• JPMorgan Chase and Co. NYSE: JPM pays its dividends every quarter, on the first Monday of each month. The ex-dividend date is two business days before the record date. For example, if the record date is January 10, the ex-dividend date will be January 8.

Strategies for maximizing dividend income

Dividend income can earn you significant passive income. There are several strategies to maximize that income, including:

  • Pre-ex-dividend date purchases: When you buy a stock on or before the ex-dividend date, you’re entitled to receive the next dividend payment. The ex-dividend date is the date on which the stock begins trading without the dividend attached.
  • Post-ex-dividend date purchases: If you buy a stock after the ex-dividend date, you won’t get the next dividend payment. However, you could still benefit from the stock's price appreciation.
  • The impact of taxes on dividend income: Dividend income is taxed at the same rate as ordinary income. This means that it’s taxed at a higher rate than capital gains, which are taxed at a lower rate. However, several tax-efficient investment strategies can minimize your tax impact. These strategies include investing in dividend-paying stocks in a tax-advantaged account like a Roth IRA or a 401(k) plan, investing in exchange-traded funds (ETFs) that focus on dividend-paying stocks and using a dividend capture strategy that involves selling a stock just before the ex-dividend date and then repurchasing the stock after the ex-dividend date.
  • Reinvesting dividends: One of the best ways to maximize dividend income is to reinvest your dividends. This means using your dividend payments to buy more shares of the same stock. This way, you can compound your returns and grow your dividend income over time.
  • Dividend reinvestment plans (DRIPs): A dividend reinvestment plan (DRIP) is an investment strategy that allows you to use your dividend proceeds from your existing shares to purchase additional shares of stock in the company instead of receiving cash payments. Instead of waiting for dividends to accumulate over time, you can put those dollars to work immediately by reinvesting them in more shares of the same company. You can also add funds from other sources. DRIPs can be attractive because they provide an easy way to diversify your portfolio and increase long-term returns. If you're a small investor, DRIPs are a popular option if you're looking to add to your holdings of a particular stock when it may be more difficult to obtain shares directly through a transfer agent or broker. 

For example, if you own shares of companies like The Coca-Cola Company NYSE: KO, Pfizer Inc. NYSE: PFE, Johnson & Johnson NYSE: JNJ and General Electric NYSE: GE, they are all part of popular DRIP programs. In addition, if you wish to pay less in commissions, you can use your dividend payments to purchase new shares through a DRIP.

Make the most out of dividend payment dates

Dividend payments may vary from quarter to quarter and year to year, depending on a company's financial health. Understanding dividend payment dates is a must if you're an income investor. Dividends can provide you with an additional source of income that has more predictability than stock market returns.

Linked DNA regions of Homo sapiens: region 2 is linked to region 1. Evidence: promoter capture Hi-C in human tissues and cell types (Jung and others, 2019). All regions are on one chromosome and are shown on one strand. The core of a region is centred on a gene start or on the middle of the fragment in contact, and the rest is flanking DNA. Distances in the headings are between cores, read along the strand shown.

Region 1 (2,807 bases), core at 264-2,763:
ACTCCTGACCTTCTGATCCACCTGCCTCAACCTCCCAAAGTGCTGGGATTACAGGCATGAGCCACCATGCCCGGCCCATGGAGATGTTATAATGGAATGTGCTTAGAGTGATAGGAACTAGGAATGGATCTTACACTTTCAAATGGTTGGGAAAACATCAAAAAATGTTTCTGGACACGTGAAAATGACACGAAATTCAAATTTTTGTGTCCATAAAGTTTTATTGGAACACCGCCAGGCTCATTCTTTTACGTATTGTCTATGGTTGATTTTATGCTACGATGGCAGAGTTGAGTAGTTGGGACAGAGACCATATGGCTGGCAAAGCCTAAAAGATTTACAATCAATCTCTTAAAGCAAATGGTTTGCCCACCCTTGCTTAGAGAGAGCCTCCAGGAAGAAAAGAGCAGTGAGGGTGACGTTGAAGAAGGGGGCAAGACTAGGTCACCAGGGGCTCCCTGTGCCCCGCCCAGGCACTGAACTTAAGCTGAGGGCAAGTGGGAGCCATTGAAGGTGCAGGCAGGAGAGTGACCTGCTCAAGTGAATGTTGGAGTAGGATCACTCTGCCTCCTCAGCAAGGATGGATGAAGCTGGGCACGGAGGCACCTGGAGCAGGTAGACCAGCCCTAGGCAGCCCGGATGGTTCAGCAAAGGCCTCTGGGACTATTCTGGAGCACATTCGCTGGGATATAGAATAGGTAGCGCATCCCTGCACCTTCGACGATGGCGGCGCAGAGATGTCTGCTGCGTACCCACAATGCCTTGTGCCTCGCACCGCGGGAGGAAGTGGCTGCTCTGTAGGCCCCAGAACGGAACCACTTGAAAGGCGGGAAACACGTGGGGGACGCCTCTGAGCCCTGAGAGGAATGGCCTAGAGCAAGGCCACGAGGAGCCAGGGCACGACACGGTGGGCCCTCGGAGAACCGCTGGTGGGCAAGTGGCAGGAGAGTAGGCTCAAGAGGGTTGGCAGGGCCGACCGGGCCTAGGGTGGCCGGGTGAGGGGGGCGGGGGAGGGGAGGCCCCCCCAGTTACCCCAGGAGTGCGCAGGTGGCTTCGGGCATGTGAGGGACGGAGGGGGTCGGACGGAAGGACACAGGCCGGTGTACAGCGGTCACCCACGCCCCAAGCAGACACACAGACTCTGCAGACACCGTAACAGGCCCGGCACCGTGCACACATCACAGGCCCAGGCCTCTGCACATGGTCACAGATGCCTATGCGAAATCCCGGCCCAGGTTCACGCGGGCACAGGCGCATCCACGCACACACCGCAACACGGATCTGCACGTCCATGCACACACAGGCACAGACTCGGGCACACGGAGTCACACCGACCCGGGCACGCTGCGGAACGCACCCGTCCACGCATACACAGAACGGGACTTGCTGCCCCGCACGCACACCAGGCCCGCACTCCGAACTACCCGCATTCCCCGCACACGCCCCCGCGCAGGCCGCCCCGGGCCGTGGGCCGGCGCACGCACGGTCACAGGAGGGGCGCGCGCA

For example, you may prefer to see money arrive in your accounts in the same months you receive your regular salary. By understanding the declaration, record and ex-dates and taking advantage of DRIPs, you can make the most out of your dividend payments. Dividend payment dates give you peace of mind because they help you anticipate when your payments will arrive, allowing for better budgeting or even reinvestment opportunities. 

Dividends can increase your long-term portfolio value and may offer compounding effects if you reinvest those payments into other stocks or funds. Additionally, certain qualified dividends may get favorable tax treatments, increasing your potential returns. Researching a company's dividend policy before investing can also provide insight into its financial health and management style and help you make more informed decisions about where your money goes.

Learn more about the 50 best dividend stocks and dividend capture stocks on MarketBeat. 

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Should you invest $1,000 in General Electric right now?

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Companies Mentioned in This Article

CompanyMarketRank™Current PricePrice ChangeDividend YieldP/E RatioConsensus RatingConsensus Price Target
General Electric (GE)
4.512 of 5 stars
$156.01+0.3%0.21%18.64Moderate Buy$132.00
Johnson & Johnson (JNJ)
4.8696 of 5 stars
$161.63+0.0%2.94%11.70Hold$177.31
Pfizer (PFE)
5 of 5 stars
$26.74-1.1%6.28%74.28Hold$36.88
Coca-Cola (KO)
4.5056 of 5 stars
$59.92-0.8%3.07%24.16Moderate Buy$67.00
Compare These Stocks  Add These Stocks to My Watchlist 

Claire Shefchik

About Claire Shefchik

  • shefchikclaire@gmail.com

Contributing Author

Energy, Commodities

Experience

Claire Shefchik has been a contributing writer for MarketBeat since 2023.

Areas of Expertise

Finance, business

Education

Bachelor of Arts in Writing, University of Arizona; Master of Fine Arts in Writing, Sarah Lawrence College

Past Experience

Business editor, BVI Beacon, senior writer, Business BVI